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1902 car’s epic run to seaside

Rosie Battye pictured her 1902 Panhard et Levassor Tonneau car at her home at Batley....1st November 2012..Picture by Simon Hulme

Rosie Battye pictured her 1902 Panhard et Levassor Tonneau car at her home at Batley....1st November 2012..Picture by Simon Hulme

IT was a drive to the seaside with a difference.

On Saturday Rosie Battye braved the rain to drive from London to Brighton – in a car more than 100 years old.

The motoring enthusiast took on the challenge of the world’s oldest motoring event, which sees hundreds of veteran cars line up in Hyde Park, London, hoping to make it to Brighton.

Rosie was one of a few women to take the driver’s seat in the motoring challenge with her 1902 Panhard at Levassor Tonneau, a car bought around 15 years ago by her late father, Batley businessman Steven Battye.

The car has an average speed of 30mph, a 20 horsepower four-cylinder engine, and is the only one of its kind still in existence.

Rosie has taken part in the famous run 31 times, and this year was the third year she took the Panhard down to the capital for the London to Brighton event.

“We spent about six hours polishing so that it looked its best,” she said.

“Driving such an old car is very much a mental challenge.

“It is very much about anticipation at things like traffic lights because it takes so long to stop and get started but that’s why I think it is so much fun.”

She has only failed to finish once – a risk when driving veteran cars - and was one of 449 motors taking part in the historic event, first held 116 years ago.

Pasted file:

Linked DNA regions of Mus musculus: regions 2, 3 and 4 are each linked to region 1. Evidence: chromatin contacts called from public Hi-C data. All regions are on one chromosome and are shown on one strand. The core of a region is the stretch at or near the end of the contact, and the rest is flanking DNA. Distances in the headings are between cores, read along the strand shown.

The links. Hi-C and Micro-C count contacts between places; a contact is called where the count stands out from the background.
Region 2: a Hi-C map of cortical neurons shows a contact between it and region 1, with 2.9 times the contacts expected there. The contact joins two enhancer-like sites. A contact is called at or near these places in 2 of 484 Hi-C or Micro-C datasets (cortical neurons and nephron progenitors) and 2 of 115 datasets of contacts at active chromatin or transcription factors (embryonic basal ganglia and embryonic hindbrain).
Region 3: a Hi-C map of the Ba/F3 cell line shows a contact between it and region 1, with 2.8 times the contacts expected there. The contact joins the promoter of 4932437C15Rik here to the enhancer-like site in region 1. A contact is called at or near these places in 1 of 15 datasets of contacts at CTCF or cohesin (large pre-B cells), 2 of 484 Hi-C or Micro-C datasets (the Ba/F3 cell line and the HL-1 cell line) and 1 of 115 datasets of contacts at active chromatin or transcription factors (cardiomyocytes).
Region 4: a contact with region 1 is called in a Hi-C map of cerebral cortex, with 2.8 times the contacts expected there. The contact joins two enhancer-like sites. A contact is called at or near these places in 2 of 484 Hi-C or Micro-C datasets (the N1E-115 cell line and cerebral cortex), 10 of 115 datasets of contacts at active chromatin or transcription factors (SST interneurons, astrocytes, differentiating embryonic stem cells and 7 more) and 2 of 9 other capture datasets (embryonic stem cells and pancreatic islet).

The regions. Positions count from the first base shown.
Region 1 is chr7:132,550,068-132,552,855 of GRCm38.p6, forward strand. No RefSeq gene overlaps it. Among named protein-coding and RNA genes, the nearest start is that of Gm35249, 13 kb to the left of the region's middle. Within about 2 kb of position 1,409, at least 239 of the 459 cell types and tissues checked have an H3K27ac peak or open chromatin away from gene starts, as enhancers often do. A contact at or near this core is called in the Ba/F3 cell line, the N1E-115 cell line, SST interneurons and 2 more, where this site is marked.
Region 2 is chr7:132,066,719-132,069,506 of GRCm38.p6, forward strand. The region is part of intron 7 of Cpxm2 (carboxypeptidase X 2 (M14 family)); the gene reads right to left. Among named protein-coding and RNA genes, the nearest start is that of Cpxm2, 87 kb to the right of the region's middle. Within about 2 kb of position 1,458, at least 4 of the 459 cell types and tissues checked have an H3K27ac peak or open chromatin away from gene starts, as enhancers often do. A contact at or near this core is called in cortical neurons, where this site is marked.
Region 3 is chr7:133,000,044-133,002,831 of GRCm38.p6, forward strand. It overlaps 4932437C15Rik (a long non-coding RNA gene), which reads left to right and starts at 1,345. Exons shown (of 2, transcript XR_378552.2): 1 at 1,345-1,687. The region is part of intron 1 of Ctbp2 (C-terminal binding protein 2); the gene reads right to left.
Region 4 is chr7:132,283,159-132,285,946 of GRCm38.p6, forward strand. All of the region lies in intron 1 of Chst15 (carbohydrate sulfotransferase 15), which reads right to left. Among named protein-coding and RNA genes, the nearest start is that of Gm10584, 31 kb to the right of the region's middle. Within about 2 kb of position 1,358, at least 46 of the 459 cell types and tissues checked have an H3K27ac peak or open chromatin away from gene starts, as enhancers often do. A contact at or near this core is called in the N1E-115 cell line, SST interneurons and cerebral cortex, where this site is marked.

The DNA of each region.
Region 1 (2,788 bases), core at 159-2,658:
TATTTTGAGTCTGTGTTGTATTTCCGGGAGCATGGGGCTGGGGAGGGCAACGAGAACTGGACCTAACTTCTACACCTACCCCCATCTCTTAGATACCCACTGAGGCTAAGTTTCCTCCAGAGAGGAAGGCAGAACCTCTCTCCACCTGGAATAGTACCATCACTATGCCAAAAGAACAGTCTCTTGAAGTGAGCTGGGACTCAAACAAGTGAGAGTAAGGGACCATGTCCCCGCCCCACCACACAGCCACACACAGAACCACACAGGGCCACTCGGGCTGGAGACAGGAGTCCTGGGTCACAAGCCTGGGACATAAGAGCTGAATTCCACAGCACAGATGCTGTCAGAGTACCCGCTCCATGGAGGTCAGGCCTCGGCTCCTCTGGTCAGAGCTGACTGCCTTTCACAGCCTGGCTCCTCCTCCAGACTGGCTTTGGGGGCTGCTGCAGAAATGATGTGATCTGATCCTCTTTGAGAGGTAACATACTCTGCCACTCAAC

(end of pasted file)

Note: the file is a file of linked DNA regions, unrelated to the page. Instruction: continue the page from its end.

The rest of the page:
Rosie’s brother, Joseph, and her aunt and uncle joined her on the journey to Brighton – but the team had no mechanic on stand-by.

The car is maintained by a Batley mechanic who makes the parts so that the car can be repaired, and Rosie admitted her mechanical knowledge only stretched to ‘putting in water and oil’.

Despite hoping for a dry day, they had to brave torrential rain as they left Hyde Park at 7am on Sunday.

Ian Moore, of Hampshire, was the first to finish at 10.21am in an 1899 Panhard et Levassor, while the last to arrive at Madeira Drive was Derek Payne, who travelled from Brisbane, Australia to compete in a 1901 De Dion Bouton.

Derek, who drove a veteran car for the first time on Sunday, borrowed the vehicle from his boss.

He limped across the finish line at 16.38 after experiencing technical difficulties throughout the run.

 

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